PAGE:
JEFF CARTER: Well, that’s a great question. I mean, the most immediate problem right now is quite frankly, with the current administration in the White House. We have a national security adviser right now who really views any of these treaties as a unnecessary restraint on U.S. sovereignty. That’s a big problem. We have a president who seems to have very little understanding of what our nuclear weapons do, how dangerous they are. I was just reading the other day, he was talking about using nuclear weapons when killer storms are approaching, that he’d suggested perhaps we could nuke them to dissipate them or something along those lines. It’s a dangerous situation when we have folks in the White House who do understand this stuff, but basically think these treaties are unnecessary and are in favor of building up our nuclear weapons arsenal and other folks who I don’t think really understand the seriousness of the issue.

But make no mistake, Scott, this has been a problem for awhile now. It goes beyond just its administration as you mentioned. You know, we pulled out of the antiballistic missile treaty back in 2002, so we have this history now of, of pulling out of treaties. It’s not only the United States right responsibility, but we do have a lead role in maintaining these treaties. And if we think there’s something in these treaties that needs to be improved – to go to the negotiating table and work those things out. What scares me as much as these treaties going away and the lack of agreements is the fact that we’re not talking. Built into these treaties, something like the INF or new START, there are inspection regimens that are built into these things so we can see what they were doing and they could see what we were doing. So it’s really a scary time right now because the lack of treaties, the lack of discussion and frankly the lack, I think, of taking issues seriously by certain members of the administration have put us in what I would call pretty grave danger.

BETWEEN THE LINES: What can you tell us about the presidential candidates who are running for the White House and any positions they’ve staked down in terms of changing direction when it comes to reining in this new nuclear arms race?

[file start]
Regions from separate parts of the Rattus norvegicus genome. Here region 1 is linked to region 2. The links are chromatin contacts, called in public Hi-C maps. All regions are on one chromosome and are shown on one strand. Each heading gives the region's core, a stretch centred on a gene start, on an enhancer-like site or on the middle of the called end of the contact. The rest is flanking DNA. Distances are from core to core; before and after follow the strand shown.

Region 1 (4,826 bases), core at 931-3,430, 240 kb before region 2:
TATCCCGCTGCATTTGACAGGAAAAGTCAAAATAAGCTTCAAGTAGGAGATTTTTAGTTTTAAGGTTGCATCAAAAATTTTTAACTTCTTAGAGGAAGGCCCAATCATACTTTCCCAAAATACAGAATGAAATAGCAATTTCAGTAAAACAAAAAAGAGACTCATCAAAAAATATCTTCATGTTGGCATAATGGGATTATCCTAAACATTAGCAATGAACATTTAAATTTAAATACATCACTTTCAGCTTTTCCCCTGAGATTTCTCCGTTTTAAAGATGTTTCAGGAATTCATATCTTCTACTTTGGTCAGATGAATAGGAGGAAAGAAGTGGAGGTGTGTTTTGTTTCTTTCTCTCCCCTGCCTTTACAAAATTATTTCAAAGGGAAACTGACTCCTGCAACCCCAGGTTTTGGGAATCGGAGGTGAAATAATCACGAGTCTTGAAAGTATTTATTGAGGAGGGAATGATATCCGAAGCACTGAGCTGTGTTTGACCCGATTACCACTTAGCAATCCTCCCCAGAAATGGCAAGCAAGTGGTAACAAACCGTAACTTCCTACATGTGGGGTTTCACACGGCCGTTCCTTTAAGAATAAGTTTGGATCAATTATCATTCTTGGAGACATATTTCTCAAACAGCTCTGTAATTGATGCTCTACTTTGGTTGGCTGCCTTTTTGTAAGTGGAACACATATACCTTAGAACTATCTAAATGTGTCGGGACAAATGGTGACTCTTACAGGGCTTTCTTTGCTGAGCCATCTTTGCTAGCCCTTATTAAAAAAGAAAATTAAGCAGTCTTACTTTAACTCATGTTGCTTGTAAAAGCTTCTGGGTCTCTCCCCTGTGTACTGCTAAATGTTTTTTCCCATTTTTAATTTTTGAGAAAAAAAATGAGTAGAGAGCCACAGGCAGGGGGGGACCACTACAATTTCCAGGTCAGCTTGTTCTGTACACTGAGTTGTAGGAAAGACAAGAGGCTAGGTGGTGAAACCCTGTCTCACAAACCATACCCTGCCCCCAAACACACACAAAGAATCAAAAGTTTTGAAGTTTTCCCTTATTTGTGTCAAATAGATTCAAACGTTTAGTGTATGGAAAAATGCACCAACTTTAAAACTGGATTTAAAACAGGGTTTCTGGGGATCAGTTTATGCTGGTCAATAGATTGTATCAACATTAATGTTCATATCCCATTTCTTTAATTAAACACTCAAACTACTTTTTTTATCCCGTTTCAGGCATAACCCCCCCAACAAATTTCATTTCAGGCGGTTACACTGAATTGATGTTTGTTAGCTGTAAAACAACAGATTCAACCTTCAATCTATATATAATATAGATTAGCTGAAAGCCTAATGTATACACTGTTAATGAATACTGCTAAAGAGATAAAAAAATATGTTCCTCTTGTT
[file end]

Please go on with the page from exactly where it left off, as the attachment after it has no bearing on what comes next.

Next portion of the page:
JEFF CARTER: There are some encouraging signs. Of course, mostly we are hearing from Democrats. I know there are a few republicans thinking about getting into the race, but among the Democratic candidates we do have several candidates talking about this issue. Most notably right now, Sen. Elizabeth Warren, she is actually the sponsor of something called the No First Use Act in the Senate. This came up during one the presidential debates. As scary as this issue is, for many of us who work in it, it doesn’t necessarily make the front page or resonate as much as some other issues do.

So I was pleased to see that issue come up during the debates. There are a couple of other members of the Senate running for president, Sen. Sanders and Sen. Gillibrand, who were co-sponsors of that legislation. And just to tell you what that No First Use legislation is, it’s actually pretty simple. And a lot of people are surprised that this isn’t our policy to begin with. But “no first use” simply refers to the pledge or policy by a nuclear power. In this case, the United States, not to use nuclear weapons in a conflict unless we are attacked with nuclear weapons by an adversary first. So we think, and many of our colleagues who work on these issues feel that a new first use policy is a really important first step towards getting this issue back under control and heading in the right direction.

For more information visit Physicians for Social Responsibility at